Before the war of Mahabharata started, a lone warrior secured his position in the epic by giving the ultimate sacrifice. Arguably, many mythological writers consider him the most powerful warrior in the epic of Mahabharata. And yet, he never participated in the war itself. Quite a title for such a scarcely known character, isn't it? This warrior was none other than the grandson of legendary Bhima and Hidimba and the son of Ghatotkach and Maurvi.
Man-eater: First Kill | Traps and Revelations
Corbett had narrowly escaped his encounter with the maneater and now it was time to set a trap to catch the elusive beast. But would all go as planned or was hell about to break loose?
Man-eater: First Kill | Hunt
The elusive maneater had revealed itself, and Corbett was hot on her pursuit. Will he catch it or will the hunter will become the hunted? Jim Corbett’s adventure continues.
Man-eater: First Kill | Investigation and Pursuit
It’s important to gather intel while hunting a wild beast. Jim Corbett knew this too as he set out to find more information about the Champavat Man-eater. A beast he had sworn to slay.
Man-eater: First Kill | Fear and Confidence
Corbett had set out to slay the Champavat man-eater, a task unlike the one he has taken up ever before. What happens when fear and paranoia of the ruthless beast begins to grip him too? What would Corbett do?
Man-eater: First Kill | Prey
The conflict between man and beast has been going on for time immemorial. Few have experienced this conflict as closely as Jim Corbett. This is the story of Corbett’s first encounter with a man-eater set in the jungles of Champawat.
Perils of a Retelling: Making of “Ramayana: The Legend of Prince Rama”
A few months ago, the trailer for Adipurush dropped, and people on the internet promptly proceeded to rip it apart. For those who lack the context, Adipurush is supposed to be a retelling of the Indian epic Ramayana. But the trailer has rubbed most of its audience the wrong way. The discourse around Adipurush and the challenges of retelling a religious epic reminded me of another retelling of Ramayana, made some three decades ago. I’m of course talking about Yugo Sako’s Ramayana: The Legend of Prince Rama—an animated feature film that was an amalgamation of Indian culture and Japanese aesthetics.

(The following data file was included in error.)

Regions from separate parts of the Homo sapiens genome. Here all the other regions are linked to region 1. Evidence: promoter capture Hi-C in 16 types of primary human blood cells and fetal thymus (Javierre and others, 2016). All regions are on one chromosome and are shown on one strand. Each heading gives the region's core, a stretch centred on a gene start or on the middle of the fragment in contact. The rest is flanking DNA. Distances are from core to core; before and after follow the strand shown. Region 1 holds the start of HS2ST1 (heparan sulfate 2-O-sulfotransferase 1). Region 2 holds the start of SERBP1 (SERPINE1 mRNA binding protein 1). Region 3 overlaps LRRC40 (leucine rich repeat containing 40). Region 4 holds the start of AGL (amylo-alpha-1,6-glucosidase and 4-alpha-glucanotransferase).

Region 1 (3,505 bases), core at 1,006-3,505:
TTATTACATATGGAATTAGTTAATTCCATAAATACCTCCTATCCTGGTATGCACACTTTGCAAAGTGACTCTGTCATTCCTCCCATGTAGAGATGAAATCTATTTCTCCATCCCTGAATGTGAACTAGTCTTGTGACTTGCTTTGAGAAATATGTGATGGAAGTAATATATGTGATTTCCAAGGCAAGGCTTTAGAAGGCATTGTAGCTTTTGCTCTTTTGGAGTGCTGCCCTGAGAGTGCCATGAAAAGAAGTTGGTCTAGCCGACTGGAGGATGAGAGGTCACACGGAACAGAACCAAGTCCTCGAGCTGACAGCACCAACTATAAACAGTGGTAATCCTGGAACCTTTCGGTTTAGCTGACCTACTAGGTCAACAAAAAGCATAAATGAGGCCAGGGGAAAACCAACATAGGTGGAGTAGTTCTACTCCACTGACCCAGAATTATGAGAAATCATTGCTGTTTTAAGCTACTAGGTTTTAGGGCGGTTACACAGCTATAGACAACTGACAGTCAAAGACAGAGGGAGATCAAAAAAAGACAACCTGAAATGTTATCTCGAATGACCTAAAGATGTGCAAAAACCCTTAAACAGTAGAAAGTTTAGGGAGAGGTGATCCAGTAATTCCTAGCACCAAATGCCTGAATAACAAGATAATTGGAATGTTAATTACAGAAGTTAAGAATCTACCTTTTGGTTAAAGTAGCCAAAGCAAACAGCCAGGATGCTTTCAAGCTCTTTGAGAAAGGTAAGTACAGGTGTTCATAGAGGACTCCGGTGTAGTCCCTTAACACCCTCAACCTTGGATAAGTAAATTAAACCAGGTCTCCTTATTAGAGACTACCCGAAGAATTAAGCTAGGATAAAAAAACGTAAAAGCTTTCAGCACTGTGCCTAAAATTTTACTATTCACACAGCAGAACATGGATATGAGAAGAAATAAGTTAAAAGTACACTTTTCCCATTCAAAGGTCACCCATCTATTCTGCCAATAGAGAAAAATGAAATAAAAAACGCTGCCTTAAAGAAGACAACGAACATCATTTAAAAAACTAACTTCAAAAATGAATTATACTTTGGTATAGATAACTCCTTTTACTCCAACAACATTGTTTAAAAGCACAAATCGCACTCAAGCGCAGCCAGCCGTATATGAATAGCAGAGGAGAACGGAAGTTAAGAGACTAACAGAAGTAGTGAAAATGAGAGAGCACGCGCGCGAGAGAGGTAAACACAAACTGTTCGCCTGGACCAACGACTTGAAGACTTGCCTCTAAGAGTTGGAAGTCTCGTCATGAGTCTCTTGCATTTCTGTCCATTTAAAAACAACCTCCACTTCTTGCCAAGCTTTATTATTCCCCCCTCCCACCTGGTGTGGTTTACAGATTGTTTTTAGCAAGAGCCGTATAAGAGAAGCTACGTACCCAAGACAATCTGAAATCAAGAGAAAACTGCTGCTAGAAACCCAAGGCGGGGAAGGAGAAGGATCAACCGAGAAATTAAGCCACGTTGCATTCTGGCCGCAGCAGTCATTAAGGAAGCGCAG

The tasty tale of Samosa
Samosa and Chai seem like a culinary combination that has become the default of Sunday morning breakfast and office breaks in India. From metropolitan cities to rural villages, Samosa as a snack is a fan favourite everywhere. But there is a story behind this delicious snack.
The might of Vali
Anyone familiar with the epic Ramayana is familiar with the characters of Vali and Sugreev, the vanara brothers whom Rama meets in the Kishkindha kand, while the story of Vali’s death by Rama’s head is well known, there’s more to the story of this Vanara warrior than meets the eye, for he was possibly one of the strongest warriors of Treta Yuga.
Everyone is familiar with the story of the vanara Vali, who was famous for his might and valour in the Treta Yuga. Many believe that Vali’s story comes to end with his death at the hands of Lord Rama. However, before Vali dies, he raises questions of ethics and morality to Lord Rama, who answers his questions and grants him the boon that he’ll get justice for his unfair death too.